Bianca Lewis, 11, has many hobbies. She likes Barbie, video games, fencing, singing… and hacking the infrastructure behind the world’s most powerful democracy. “I’m going to try and change the votes for Donald Trump,” she tells me. “I’m going to try to give him less votes. Maybe even delete him off of the whole thing.” Fortunately for the President, Bianca is attacking a replica website, not the real deal. She’s taking part in a competition organised by R00tz Asylum, a non-profit organisation that promotes “hacking for good”. Its aim is to send out a dire warning: the voting systems that will be used across America for the mid-term vote in November are, in many cases, so insecure a young child can learn to hack them with just a few minute’s coaching.
“These are the websites that are very important because they report the election results to the public,” explained Nico Sell, the founder of R00tz Asylum. “They also tell the public where to go to vote. You could imagine if either of these two things were changed, the chaos that would ensue.”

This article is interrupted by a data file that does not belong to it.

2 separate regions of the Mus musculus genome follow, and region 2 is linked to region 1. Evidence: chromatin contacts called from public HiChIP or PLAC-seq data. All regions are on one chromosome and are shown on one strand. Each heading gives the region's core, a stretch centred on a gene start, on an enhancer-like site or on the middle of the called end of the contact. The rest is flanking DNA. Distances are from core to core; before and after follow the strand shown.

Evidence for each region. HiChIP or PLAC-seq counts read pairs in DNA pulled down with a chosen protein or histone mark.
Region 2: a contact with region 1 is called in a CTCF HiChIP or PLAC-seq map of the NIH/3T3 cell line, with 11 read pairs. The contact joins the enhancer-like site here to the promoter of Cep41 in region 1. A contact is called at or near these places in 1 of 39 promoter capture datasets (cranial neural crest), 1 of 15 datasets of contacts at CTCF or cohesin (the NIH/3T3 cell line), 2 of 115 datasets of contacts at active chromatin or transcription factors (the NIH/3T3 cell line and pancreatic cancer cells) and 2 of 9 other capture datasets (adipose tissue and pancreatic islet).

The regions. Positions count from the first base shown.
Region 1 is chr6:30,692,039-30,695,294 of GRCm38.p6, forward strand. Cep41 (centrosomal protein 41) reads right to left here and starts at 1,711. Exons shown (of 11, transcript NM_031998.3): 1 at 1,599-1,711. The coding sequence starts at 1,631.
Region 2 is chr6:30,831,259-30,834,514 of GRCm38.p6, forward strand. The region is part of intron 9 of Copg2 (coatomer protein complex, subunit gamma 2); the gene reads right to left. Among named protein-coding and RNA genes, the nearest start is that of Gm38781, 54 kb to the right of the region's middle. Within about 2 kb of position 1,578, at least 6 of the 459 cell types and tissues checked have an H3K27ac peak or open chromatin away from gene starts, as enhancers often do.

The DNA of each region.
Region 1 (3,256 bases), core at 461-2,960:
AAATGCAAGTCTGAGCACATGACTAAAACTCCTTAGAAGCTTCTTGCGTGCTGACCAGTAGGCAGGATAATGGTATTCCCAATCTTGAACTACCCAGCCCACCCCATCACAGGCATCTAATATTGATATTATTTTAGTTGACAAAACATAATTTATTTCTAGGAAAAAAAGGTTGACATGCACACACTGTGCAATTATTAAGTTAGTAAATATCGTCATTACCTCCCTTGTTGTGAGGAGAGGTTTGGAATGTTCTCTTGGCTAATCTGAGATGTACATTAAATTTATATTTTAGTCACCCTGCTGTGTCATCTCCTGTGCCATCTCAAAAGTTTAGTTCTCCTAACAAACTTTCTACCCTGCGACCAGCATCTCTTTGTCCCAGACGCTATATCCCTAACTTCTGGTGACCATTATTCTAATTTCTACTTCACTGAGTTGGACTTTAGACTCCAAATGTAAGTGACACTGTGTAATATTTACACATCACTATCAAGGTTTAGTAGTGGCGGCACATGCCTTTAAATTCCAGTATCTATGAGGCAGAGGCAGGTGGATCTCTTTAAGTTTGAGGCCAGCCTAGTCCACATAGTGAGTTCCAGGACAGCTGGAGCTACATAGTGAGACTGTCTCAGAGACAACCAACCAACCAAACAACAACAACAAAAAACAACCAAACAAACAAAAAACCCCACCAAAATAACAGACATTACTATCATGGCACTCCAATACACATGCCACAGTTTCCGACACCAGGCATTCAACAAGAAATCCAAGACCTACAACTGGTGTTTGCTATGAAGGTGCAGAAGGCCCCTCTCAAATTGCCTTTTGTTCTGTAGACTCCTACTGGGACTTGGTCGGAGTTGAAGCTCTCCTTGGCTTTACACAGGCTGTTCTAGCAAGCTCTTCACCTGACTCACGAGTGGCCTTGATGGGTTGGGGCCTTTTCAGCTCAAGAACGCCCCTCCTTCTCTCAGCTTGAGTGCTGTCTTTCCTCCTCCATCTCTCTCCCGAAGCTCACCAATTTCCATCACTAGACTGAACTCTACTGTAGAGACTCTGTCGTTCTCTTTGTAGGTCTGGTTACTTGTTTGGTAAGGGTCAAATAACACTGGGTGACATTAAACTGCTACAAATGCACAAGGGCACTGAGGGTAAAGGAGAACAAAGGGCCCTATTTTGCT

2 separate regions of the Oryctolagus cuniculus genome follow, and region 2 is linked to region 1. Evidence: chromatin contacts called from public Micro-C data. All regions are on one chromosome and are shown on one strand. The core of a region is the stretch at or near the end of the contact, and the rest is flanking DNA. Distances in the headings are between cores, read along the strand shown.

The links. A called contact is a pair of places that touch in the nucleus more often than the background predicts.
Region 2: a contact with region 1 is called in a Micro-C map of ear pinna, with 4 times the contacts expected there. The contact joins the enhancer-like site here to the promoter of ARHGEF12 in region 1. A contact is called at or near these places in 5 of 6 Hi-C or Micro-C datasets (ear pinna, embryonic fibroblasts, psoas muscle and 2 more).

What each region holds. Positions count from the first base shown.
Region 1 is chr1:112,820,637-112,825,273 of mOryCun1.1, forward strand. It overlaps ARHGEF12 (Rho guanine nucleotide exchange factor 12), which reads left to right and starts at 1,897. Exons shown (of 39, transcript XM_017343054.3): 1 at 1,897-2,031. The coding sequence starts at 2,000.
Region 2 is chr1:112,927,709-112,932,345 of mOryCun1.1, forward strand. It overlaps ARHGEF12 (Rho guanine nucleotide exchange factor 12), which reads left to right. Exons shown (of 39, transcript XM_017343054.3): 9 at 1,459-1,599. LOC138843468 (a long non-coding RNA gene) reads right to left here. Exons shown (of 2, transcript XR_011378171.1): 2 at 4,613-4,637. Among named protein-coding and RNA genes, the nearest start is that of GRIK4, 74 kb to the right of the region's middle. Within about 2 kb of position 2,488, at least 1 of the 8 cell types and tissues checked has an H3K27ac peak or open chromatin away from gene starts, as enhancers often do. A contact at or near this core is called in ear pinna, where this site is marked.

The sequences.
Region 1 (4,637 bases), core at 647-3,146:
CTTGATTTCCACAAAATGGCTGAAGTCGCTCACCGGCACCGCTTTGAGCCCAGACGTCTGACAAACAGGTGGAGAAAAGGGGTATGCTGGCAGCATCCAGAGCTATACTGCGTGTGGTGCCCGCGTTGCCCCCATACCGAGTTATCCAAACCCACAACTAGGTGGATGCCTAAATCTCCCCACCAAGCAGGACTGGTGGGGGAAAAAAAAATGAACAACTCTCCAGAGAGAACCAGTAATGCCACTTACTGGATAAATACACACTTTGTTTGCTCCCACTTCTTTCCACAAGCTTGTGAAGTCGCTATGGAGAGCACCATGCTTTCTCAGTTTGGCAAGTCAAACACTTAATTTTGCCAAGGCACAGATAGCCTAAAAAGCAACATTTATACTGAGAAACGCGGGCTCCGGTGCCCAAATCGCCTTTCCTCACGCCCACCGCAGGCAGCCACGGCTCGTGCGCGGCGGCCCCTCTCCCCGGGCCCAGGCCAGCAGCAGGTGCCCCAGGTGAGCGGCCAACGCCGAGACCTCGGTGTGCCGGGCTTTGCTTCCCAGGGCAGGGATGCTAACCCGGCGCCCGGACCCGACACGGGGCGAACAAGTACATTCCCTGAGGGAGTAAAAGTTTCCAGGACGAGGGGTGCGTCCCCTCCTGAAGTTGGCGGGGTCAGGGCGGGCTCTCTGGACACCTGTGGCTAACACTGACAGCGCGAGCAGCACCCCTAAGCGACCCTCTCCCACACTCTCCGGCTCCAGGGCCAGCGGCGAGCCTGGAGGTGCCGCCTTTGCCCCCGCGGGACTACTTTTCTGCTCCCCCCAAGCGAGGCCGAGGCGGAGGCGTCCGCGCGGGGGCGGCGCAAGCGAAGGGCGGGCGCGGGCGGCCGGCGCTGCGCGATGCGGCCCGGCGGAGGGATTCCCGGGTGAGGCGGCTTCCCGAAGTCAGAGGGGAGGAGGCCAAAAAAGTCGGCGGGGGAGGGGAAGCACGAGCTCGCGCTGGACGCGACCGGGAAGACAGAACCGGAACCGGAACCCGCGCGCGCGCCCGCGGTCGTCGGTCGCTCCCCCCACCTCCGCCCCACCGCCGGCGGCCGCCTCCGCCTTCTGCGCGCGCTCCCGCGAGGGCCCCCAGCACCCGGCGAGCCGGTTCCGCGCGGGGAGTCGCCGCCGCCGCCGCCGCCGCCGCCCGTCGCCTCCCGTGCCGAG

Hacking the real websites would be illegal. So instead, Ms Sell’s team created 13 sites that mimicked the real websites, gaping vulnerabilities and all, for 13 so-called “battleground” states – parts of the country where the vote is expected to be tight.
Over the course of a day, 39 kids aged between 8 and 17 took the challenge – 35 of them succeeded in bypassing the trivial security. Pranks ensued. At one time the site told us 12 billion votes had been cast. Later, we were told that candidate “Bob Da Builder” was the victor.
Full Article: Hacking the US mid-terms? It’s child’s play – BBC News.